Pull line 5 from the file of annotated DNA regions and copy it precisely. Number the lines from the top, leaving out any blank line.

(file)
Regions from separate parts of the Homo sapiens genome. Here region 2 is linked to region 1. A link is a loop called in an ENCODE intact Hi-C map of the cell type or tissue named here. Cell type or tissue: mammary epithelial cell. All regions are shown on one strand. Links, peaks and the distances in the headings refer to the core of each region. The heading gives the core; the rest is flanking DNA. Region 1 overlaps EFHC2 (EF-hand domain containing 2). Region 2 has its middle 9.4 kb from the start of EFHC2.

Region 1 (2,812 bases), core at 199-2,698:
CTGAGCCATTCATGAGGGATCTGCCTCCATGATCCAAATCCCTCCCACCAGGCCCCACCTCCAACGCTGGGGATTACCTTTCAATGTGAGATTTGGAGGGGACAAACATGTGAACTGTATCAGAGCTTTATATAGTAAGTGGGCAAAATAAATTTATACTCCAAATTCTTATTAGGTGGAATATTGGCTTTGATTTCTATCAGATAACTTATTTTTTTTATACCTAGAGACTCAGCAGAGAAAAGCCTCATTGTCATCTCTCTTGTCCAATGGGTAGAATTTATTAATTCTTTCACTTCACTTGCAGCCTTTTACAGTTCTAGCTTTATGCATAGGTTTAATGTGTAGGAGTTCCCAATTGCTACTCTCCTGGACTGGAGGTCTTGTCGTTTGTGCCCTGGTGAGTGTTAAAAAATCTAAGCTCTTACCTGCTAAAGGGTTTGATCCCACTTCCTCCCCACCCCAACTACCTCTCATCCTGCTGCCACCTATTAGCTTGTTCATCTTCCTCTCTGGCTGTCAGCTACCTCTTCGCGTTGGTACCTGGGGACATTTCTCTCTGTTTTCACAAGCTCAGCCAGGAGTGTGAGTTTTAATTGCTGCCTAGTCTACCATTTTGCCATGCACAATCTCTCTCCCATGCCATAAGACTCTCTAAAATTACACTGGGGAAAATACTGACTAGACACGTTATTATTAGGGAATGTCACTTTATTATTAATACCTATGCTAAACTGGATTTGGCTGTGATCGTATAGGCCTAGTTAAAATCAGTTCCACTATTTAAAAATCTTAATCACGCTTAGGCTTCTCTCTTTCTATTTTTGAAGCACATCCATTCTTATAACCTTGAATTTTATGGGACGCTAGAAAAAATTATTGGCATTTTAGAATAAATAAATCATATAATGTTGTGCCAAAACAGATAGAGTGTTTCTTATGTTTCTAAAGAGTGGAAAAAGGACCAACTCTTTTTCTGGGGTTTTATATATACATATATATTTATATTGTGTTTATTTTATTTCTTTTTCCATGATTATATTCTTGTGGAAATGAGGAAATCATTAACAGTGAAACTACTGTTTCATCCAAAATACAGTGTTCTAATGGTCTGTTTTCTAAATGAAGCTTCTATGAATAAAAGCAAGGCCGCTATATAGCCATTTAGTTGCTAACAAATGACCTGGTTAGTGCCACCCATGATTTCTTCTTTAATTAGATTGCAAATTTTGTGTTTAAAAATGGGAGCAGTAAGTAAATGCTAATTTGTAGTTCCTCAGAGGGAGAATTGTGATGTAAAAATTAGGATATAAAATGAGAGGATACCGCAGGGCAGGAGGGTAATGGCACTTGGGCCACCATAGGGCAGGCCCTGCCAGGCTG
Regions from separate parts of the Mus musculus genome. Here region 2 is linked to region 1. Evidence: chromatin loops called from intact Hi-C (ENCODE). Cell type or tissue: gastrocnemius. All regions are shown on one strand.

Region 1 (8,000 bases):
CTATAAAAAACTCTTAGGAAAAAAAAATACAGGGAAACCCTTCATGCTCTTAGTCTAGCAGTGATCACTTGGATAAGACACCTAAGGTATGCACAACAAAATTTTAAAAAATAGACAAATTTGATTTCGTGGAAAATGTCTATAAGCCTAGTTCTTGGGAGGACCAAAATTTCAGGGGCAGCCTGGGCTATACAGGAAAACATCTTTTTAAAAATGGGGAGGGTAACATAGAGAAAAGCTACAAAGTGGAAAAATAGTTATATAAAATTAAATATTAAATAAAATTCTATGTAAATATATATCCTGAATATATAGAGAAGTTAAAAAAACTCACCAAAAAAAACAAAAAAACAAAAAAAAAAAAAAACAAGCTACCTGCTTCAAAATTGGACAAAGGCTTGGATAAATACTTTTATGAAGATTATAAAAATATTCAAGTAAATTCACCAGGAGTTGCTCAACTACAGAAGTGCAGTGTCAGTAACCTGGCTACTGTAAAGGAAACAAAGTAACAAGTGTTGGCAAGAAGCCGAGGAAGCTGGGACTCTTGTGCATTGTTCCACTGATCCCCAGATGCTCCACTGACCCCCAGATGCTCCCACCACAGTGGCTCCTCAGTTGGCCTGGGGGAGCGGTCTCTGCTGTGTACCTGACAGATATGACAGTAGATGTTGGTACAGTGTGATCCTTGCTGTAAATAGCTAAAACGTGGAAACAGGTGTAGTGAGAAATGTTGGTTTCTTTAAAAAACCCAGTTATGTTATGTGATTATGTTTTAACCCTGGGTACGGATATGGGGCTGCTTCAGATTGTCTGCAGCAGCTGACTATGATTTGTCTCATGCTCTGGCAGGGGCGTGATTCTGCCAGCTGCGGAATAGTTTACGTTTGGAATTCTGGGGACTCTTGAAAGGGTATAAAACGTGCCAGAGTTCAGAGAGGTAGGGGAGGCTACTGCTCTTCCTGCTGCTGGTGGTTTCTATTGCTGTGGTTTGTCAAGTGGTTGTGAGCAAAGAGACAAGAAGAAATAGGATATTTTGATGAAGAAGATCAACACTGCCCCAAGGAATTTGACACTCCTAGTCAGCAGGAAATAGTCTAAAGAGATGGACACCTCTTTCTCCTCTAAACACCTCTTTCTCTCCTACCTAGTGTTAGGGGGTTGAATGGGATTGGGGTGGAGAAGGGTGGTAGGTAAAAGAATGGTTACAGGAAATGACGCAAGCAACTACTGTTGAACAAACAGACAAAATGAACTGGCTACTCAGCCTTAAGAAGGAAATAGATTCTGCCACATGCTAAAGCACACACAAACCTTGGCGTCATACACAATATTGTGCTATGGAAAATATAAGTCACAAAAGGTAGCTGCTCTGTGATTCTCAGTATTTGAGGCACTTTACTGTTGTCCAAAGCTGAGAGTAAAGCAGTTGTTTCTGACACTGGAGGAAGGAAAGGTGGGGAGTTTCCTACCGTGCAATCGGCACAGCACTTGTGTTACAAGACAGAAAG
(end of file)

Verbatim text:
Region 1 (8,000 bases):